Himor Carrington Gateway Cgi

Himor sets November start for Carrington

The developer will begin work on the first phase of its Future Carrington regeneration scheme in November, following reserved matters approval for a 210,000 sq ft speculative industrial development.

Trafford Council approved the application for Carrington Gateway, the first phase of the project, which will return employment use to a 19-acre site fronting Manchester Road. Himor is to develop six detached industrial units, ranging from 11,000 to 104,000 sq ft, to be ready to occupy from summer 2019.

The overall Carrington project will see the site once dominated by a Shell oil refinery redeveloped into 725 homes, 1m sq ft of employment space and 10,000 sq ft of retail.

Mark Booth, managing director of Himor, said: “The creation of these units will return employment use to the site and marks the first stage in bringing to life our long-term vision for Carrington as a thriving business location, alongside a vibrant residential community.

“Given the lack of high spec, mid-sized industrial space in South Manchester, Carrington Gateway is exceptionally well placed, at the right time, to meet growing demand from occupiers.”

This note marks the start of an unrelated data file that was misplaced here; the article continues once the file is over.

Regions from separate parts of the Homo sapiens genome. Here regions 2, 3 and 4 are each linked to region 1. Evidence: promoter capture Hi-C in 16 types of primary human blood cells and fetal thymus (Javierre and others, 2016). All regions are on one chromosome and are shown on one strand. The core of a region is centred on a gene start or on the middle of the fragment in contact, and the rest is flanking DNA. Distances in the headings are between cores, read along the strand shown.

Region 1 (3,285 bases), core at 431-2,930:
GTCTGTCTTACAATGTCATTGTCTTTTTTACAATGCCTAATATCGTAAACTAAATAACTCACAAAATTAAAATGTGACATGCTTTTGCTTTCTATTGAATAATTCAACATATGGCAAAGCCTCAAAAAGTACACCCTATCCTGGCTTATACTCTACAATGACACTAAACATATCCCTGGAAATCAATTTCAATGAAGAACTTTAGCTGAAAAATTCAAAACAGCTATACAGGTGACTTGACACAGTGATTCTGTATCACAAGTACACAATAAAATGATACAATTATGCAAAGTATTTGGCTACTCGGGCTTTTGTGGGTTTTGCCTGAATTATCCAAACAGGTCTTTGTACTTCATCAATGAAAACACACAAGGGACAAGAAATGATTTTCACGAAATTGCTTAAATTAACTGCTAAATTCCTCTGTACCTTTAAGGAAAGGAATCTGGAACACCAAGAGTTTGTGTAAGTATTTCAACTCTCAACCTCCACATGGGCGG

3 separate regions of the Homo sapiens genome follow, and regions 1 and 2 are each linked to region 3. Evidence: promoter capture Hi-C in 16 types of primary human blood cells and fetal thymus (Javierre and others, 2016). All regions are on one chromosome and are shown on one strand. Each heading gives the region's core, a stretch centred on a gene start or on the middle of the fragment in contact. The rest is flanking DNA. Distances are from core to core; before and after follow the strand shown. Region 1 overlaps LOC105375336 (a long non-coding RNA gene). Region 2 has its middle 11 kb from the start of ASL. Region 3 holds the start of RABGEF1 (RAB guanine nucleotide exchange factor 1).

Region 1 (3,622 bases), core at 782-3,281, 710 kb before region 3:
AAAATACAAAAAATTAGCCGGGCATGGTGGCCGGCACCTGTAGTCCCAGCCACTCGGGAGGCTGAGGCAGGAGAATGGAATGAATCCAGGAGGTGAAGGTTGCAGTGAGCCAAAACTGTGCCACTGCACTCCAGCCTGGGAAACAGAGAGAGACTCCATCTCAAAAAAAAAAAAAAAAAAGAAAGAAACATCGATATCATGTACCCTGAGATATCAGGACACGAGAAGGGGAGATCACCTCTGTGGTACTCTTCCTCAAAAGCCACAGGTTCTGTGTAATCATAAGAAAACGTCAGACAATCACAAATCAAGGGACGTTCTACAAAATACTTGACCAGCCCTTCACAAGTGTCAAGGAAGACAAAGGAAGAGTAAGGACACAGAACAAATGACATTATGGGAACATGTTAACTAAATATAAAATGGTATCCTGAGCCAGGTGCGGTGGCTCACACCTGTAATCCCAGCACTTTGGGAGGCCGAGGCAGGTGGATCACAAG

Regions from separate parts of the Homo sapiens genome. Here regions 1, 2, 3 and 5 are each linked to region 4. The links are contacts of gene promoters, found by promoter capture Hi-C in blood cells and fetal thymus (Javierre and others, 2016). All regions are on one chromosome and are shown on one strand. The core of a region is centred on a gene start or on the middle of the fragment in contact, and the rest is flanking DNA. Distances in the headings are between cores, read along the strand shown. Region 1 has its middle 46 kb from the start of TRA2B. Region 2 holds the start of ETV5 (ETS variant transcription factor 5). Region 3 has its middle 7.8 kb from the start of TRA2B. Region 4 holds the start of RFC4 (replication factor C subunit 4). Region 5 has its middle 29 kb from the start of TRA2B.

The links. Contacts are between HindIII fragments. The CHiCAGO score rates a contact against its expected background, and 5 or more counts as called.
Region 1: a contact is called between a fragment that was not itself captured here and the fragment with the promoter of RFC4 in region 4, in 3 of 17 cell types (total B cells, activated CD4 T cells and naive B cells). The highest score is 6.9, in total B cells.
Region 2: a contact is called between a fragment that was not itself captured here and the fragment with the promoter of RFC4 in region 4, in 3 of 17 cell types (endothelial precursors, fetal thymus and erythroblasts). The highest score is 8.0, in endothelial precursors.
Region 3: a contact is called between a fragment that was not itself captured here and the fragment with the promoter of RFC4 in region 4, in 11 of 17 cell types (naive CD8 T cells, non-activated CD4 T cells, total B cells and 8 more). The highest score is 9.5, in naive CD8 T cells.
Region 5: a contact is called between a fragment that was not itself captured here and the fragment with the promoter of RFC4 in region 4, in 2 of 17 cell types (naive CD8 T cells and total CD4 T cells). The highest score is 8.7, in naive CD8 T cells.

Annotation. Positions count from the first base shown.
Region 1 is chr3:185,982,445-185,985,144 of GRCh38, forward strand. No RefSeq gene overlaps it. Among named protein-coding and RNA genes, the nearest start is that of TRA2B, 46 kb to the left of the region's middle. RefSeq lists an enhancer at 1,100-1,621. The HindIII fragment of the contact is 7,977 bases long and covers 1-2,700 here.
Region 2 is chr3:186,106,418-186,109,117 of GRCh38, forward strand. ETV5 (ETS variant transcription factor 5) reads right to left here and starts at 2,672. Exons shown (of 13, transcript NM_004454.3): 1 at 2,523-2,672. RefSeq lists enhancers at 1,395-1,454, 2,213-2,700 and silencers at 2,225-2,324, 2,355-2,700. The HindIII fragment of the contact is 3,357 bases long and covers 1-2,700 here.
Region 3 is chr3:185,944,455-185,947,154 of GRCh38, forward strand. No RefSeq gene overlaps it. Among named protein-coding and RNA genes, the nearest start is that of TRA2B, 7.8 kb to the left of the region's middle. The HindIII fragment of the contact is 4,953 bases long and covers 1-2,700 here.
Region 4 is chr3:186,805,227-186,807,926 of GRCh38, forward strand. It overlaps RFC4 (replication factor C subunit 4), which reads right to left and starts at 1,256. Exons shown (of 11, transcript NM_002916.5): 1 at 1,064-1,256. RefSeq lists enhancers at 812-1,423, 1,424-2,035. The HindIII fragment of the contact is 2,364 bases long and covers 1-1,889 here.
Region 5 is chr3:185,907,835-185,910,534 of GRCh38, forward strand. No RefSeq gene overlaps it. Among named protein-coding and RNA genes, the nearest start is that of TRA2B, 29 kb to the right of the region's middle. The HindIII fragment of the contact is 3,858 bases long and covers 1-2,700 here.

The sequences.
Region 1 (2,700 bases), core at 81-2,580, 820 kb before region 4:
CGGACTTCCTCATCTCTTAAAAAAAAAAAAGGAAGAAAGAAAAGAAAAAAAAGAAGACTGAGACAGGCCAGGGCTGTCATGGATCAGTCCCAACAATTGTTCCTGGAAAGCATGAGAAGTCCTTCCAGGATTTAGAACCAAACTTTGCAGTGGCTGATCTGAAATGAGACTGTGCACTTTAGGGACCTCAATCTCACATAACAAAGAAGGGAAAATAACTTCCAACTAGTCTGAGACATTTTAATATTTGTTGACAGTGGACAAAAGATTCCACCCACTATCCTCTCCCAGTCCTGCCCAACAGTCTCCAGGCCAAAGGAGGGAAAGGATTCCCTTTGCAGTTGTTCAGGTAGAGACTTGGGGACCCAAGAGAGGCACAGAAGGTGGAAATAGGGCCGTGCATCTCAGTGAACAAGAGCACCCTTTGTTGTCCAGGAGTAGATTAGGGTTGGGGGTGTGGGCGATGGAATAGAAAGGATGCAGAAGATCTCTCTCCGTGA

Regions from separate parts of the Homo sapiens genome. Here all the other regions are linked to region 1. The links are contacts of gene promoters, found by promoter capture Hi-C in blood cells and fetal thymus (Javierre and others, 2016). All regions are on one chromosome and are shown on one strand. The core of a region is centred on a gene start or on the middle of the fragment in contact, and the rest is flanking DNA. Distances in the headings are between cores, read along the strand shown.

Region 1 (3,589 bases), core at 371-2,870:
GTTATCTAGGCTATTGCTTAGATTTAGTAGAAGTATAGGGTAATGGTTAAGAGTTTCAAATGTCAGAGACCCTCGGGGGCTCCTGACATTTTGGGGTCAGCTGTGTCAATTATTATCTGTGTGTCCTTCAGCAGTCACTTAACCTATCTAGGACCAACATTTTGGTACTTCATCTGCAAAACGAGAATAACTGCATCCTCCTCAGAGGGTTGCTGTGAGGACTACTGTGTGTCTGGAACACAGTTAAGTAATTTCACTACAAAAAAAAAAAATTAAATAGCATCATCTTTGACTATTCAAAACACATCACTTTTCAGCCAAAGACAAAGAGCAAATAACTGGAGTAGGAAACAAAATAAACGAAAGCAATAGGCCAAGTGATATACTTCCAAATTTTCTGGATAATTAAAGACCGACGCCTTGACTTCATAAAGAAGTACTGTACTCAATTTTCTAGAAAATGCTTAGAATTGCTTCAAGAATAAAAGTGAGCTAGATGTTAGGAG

Himor’s plans for the area were last year subject to a legal battle with rival developer Peel, which called for a judicial review into the planning consent last year. Peel’s concerns centred around its belief that Himor should contribute to the Western Gateway Imrpvoement Scheme, but its appeal against Trafford Council was dismissed by the High Court.

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The Carrington proposals (‘New Carrington’) is one of the largest developments across Greater Manchester. It must be got right from day one. The debate regarding the Western Gateway access road illustrates one vital issue – how to provide sustainable access to the eventually large redevelopment of the whole Carrington site. Cycling, walking and public transport must be central to the plans.

By Roy G Chapman

please don’t destroy Greenbelt. Think of future generations.

By christine taylor

Christine – it’s not Green Belt and I’m sure future generations will appreciate the jobs created.

By Anonymous

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